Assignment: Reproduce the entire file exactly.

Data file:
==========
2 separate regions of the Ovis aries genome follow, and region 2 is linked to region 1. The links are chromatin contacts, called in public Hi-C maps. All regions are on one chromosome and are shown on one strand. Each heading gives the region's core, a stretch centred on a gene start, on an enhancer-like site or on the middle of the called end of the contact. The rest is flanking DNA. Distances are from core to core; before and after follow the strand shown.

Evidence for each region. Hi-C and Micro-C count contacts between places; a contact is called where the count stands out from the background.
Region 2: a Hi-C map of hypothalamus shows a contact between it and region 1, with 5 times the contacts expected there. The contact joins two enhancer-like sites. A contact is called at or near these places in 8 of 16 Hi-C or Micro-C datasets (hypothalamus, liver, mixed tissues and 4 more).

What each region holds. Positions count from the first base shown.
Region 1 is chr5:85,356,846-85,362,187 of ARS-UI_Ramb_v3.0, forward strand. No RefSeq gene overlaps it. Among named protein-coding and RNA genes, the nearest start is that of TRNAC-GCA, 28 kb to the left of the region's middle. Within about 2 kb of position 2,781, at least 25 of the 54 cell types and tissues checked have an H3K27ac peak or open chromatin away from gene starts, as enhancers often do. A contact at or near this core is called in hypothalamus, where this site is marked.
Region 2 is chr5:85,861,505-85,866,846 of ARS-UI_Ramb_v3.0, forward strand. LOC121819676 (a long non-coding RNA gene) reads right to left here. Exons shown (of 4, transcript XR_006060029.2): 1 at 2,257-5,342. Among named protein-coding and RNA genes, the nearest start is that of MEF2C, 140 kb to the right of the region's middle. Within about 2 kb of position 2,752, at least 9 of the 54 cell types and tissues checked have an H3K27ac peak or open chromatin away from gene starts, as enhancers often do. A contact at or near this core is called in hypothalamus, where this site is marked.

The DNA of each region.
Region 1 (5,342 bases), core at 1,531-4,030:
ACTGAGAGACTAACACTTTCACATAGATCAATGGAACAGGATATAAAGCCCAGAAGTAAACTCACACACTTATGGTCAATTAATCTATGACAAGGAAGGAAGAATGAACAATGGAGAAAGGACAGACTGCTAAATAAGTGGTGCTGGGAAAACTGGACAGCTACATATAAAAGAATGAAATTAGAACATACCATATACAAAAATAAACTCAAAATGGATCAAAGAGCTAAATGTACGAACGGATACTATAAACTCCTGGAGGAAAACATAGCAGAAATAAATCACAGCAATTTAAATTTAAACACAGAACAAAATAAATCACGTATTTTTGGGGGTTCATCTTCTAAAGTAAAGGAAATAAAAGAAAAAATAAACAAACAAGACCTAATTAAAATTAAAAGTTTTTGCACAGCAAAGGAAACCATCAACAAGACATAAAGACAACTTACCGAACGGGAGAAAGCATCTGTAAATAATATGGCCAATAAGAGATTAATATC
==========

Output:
2 separate regions of the Ovis aries genome follow, and region 2 is linked to region 1. The links are chromatin contacts, called in public Hi-C maps. All regions are on one chromosome and are shown on one strand. Each heading gives the region's core, a stretch centred on a gene start, on an enhancer-like site or on the middle of the called end of the contact. The rest is flanking DNA. Distances are from core to core; before and after follow the strand shown.

Evidence for each region. Hi-C and Micro-C count contacts between places; a contact is called where the count stands out from the background.
Region 2: a Hi-C map of hypothalamus shows a contact between it and region 1, with 5 times the contacts expected there. The contact joins two enhancer-like sites. A contact is called at or near these places in 8 of 16 Hi-C or Micro-C datasets (hypothalamus, liver, mixed tissues and 4 more).

What each region holds. Positions count from the first base shown.
Region 1 is chr5:85,356,846-85,362,187 of ARS-UI_Ramb_v3.0, forward strand. No RefSeq gene overlaps it. Among named protein-coding and RNA genes, the nearest start is that of TRNAC-GCA, 28 kb to the left of the region's middle. Within about 2 kb of position 2,781, at least 25 of the 54 cell types and tissues checked have an H3K27ac peak or open chromatin away from gene starts, as enhancers often do. A contact at or near this core is called in hypothalamus, where this site is marked.
Region 2 is chr5:85,861,505-85,866,846 of ARS-UI_Ramb_v3.0, forward strand. LOC121819676 (a long non-coding RNA gene) reads right to left here. Exons shown (of 4, transcript XR_006060029.2): 1 at 2,257-5,342. Among named protein-coding and RNA genes, the nearest start is that of MEF2C, 140 kb to the right of the region's middle. Within about 2 kb of position 2,752, at least 9 of the 54 cell types and tissues checked have an H3K27ac peak or open chromatin away from gene starts, as enhancers often do. A contact at or near this core is called in hypothalamus, where this site is marked.

The DNA of each region.
Region 1 (5,342 bases), core at 1,531-4,030:
ACTGAGAGACTAACACTTTCACATAGATCAATGGAACAGGATATAAAGCCCAGAAGTAAACTCACACACTTATGGTCAATTAATCTATGACAAGGAAGGAAGAATGAACAATGGAGAAAGGACAGACTGCTAAATAAGTGGTGCTGGGAAAACTGGACAGCTACATATAAAAGAATGAAATTAGAACATACCATATACAAAAATAAACTCAAAATGGATCAAAGAGCTAAATGTACGAACGGATACTATAAACTCCTGGAGGAAAACATAGCAGAAATAAATCACAGCAATTTAAATTTAAACACAGAACAAAATAAATCACGTATTTTTGGGGGTTCATCTTCTAAAGTAAAGGAAATAAAAGAAAAAATAAACAAACAAGACCTAATTAAAATTAAAAGTTTTTGCACAGCAAAGGAAACCATCAACAAGACATAAAGACAACTTACCGAACGGGAGAAAGCATCTGTAAATAATATGGCCAATAAGAGATTAATATC